Tuesday, February 20, 2018

Tuesday Tips #12: Mind the Moths

"Glass Bowl Challenge" Candy Conversation Hearts 7x5" watercolour on Stonehenge Kraft paper
This tip actually comes from the newest Rosemary and Co. catalog. I love love love their brushes for oil and watercolour.  They're some of the highest quality brushes I've ever used and the prices are hard to believe. Sometimes when the prices on things are so low we tend to think of them as disposable. This is a bad mindset to get into because these brushes are worth taking care of.  I abuse mine pretty badly and they still hold up but if I took better care of them they'd last a lifetime I'm sure. So the tips from the book; use gum arabic to re-shape your brushes and keep the moths out of the studio.  First, I had no idea moths enjoyed snacking on brushes.  Second I had no idea lavender would help keep them away.  The gum arabic makes sense as that's usually what's in brand new brushes. You know when you get a new brush and it's stiff and feels a bit curnchy?  That's the gum arabic that helps it keep it shape while it's in transit/on the shelf waiting to be purchased. A bottle of gum arabic isn't very expensive and can be found at most art supply stores.

Tuesday, February 13, 2018

Tuesday Tip #11: Hot Hands & Litter Mats

Late afternoon on the Frozen River 5x7 watercolour on Stonehenge Kraft paper. 
Late Sunday afternoon I took Petey for a walk and then set up to paint. I've heard all of the stories about how you simply can't paint with watercolours in the winter. Evidently it was one of those things I had to find out for myself. I think my problem was that I started too late in the day. The temperature drops really fast when the sun starts going down and the wind didn't make things easier that day. Didn't matter, I was determined to paint. 
Here's my setup and the orange arrow is pointing to one of my latest and greatest additions to my plein air set up. It's a kitty litter mat. I picked one up at Menards for $1.99 thinking it would help keep my feet warm while I painted in the colder months. Sometimes my thinking really pays off. While painting someone stopped and talked to me (aka interrupted my work) and I stepped off the mat to chat. I noticed I was getting colder and couldn't figure out why. Then it hit me, I was standing in a couple inches of snow where moments ago my feet were warm because they were standing on that little mat. It's hard to believe but it makes a huge difference. Surely any mat would work but I chose this for the price and that it can easily be cleaned off and rolled up and put into my bag.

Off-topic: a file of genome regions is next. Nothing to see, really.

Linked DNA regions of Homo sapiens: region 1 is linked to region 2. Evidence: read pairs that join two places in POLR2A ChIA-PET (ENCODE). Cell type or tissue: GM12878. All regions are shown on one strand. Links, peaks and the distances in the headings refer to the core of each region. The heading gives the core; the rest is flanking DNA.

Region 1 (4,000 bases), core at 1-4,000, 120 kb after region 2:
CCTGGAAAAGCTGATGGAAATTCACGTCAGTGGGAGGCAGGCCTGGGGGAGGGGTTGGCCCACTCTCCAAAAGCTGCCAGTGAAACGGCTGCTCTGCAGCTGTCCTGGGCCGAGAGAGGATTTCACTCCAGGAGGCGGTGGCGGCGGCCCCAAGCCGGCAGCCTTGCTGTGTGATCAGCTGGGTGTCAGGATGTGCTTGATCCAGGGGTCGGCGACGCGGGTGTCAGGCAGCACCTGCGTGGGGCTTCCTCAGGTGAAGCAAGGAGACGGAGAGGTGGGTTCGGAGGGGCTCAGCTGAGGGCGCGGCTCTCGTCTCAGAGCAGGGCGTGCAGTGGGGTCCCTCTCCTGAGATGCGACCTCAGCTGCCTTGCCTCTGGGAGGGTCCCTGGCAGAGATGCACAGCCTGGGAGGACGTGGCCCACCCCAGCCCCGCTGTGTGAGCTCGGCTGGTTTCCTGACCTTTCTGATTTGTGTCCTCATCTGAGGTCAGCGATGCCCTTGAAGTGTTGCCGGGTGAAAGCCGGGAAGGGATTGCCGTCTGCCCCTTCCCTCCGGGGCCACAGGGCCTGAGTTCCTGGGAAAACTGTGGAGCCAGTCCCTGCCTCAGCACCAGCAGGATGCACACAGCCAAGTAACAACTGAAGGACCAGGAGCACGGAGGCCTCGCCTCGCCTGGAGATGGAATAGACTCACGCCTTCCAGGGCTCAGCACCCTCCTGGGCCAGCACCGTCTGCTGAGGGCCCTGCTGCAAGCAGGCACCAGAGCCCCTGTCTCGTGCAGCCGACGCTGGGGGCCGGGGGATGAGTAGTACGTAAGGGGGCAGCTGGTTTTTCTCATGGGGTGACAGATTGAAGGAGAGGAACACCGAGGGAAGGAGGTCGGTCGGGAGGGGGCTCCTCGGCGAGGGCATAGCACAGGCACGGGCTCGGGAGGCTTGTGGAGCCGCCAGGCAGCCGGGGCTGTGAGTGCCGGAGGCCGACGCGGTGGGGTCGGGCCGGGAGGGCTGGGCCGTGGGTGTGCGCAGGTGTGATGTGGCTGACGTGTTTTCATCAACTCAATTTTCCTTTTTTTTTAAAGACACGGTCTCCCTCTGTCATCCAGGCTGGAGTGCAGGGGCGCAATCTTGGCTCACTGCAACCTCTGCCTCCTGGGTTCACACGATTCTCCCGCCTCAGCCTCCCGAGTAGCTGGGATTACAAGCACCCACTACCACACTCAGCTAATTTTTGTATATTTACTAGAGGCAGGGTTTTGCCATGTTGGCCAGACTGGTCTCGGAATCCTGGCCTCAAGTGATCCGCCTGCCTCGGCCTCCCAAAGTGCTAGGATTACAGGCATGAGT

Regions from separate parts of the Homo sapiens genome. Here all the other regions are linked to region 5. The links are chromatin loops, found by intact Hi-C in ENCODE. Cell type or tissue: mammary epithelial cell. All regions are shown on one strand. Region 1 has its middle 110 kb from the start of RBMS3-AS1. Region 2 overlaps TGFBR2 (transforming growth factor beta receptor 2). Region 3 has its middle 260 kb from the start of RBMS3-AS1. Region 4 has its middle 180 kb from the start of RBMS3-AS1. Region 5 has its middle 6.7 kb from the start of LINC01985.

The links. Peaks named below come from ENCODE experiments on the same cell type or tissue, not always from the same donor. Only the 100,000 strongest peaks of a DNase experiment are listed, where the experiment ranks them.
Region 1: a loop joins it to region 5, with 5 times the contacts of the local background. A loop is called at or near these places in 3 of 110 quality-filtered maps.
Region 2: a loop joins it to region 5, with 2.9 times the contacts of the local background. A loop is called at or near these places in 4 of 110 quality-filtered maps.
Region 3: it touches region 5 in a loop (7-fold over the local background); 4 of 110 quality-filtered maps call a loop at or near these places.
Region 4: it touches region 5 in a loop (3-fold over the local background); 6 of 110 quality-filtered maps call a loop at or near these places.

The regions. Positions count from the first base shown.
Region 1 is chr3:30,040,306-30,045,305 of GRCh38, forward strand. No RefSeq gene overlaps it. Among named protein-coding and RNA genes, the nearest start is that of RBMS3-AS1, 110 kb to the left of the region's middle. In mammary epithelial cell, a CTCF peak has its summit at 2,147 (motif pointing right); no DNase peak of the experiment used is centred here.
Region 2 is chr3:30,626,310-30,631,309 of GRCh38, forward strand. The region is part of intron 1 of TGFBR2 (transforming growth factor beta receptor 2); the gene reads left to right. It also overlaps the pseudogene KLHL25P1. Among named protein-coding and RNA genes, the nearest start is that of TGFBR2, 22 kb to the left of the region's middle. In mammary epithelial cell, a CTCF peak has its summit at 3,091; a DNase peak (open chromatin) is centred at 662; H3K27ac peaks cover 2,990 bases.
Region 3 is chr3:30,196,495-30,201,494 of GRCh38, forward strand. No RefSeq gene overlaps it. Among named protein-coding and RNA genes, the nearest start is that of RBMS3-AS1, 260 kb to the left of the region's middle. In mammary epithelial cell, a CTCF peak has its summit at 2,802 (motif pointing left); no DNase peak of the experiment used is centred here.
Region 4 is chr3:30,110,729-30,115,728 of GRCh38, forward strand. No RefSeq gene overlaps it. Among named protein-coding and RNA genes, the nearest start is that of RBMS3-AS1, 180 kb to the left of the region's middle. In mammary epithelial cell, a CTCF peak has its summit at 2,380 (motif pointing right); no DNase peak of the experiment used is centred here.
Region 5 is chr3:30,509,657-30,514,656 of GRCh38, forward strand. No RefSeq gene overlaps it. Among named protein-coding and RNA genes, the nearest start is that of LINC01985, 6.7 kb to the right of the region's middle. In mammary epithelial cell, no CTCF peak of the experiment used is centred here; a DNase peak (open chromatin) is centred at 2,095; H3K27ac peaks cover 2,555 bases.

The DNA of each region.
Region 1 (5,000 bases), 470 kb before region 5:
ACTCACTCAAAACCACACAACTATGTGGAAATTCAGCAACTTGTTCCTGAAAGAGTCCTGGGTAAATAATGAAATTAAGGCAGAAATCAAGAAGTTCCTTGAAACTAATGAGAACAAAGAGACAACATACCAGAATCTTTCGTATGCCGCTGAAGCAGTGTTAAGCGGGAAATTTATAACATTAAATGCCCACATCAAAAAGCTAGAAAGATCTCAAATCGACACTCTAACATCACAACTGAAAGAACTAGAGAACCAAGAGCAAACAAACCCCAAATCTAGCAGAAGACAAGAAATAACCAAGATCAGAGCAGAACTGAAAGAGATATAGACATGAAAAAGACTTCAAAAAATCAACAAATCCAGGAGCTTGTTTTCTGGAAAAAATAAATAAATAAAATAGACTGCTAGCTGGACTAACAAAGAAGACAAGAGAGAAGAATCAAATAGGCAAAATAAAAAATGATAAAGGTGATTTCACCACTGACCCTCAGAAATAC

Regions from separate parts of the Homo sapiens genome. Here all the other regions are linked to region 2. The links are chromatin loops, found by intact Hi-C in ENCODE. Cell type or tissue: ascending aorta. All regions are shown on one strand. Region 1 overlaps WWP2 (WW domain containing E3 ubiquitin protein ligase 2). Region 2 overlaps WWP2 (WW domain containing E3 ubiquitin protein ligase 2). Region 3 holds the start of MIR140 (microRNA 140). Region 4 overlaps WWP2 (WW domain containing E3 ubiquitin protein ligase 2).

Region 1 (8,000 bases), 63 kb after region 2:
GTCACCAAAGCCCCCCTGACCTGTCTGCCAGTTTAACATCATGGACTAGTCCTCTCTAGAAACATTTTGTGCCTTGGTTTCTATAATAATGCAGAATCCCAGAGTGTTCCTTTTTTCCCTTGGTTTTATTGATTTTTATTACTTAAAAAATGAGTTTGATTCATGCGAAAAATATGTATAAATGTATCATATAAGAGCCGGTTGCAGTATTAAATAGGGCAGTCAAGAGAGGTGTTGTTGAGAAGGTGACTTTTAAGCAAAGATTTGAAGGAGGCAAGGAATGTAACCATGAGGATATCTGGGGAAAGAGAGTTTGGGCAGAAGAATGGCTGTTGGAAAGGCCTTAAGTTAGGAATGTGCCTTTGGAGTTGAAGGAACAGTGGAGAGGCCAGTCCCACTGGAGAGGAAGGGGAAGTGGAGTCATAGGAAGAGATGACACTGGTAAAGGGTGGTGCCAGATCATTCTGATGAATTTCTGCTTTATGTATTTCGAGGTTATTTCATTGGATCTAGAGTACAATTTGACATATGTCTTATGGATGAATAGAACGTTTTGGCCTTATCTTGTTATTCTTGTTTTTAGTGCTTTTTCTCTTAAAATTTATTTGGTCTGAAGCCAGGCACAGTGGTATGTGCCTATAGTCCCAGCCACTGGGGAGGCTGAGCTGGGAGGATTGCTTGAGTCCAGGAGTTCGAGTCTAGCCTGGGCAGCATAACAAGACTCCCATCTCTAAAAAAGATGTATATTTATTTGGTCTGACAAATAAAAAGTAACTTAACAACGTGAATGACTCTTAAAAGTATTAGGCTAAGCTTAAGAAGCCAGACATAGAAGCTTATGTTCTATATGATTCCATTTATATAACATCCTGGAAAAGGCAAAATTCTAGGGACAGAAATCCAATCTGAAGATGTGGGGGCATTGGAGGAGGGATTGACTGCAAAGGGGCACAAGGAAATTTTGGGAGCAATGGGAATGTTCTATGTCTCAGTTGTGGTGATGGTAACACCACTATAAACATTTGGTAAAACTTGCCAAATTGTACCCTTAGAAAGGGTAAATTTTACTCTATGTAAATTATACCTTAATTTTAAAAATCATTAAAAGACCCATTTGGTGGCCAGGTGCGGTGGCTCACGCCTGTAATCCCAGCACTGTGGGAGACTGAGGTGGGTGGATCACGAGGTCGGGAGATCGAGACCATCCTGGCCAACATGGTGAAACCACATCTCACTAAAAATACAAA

The second tip was another quick thinking moment that paid off.  I finally found out that it is in fact difficult to paint with watercolour in freezing temperatures. I use a Holbein watercolour palette similar to this one you can get at Dick Blick. Made of aluminum and coated with enamel and zero insulation.  You can see from the photo above, the right side has frozen clumps of water and paint. On the left side it's not so bad.  That's because the left side is thawing out after I grabbed some Hot Hands hand warmers. I keep Hot Hands around mostly for my hands but with two pairs of gloves on I didn't need them for my hands but I thought if I set them under my palette it would keep it warm and prevent it from freezing and IT DID! Hooray. Now next time I will take a smaller travel palette so I don't have so much palette to keep warm. So it is possible to paint with watercolour in the cold, you just need to be a little more prepared.

Tuesday, February 6, 2018

Tuesday Tips #10: Naked Trees

Notan to check the composition before starting. 
Someone asked me if I was still on my quest to learn how to paint "naked trees" and my answer was YES! Of course, I'm always trying to learn, always trying to figure things out and put those thoughts to the test.
45 minute sketch of some naked trees by the river. 
Every time I paint trees I learn something different and just as soon as I think I have it all figured out something new comes up and I have to learn about that new something. For example, these naked trees in this sketch are now covered in snow which presents a whole new challenge. Just as I was getting ready to work on today's post I scrolled through Youtube for some background noise. Some people say there are no such things as coincidences but it's the only way to describe stumbling on this video. It popped up in my "Recommended" section and the only thing it was missing was a spotlight and the sound of angels singing.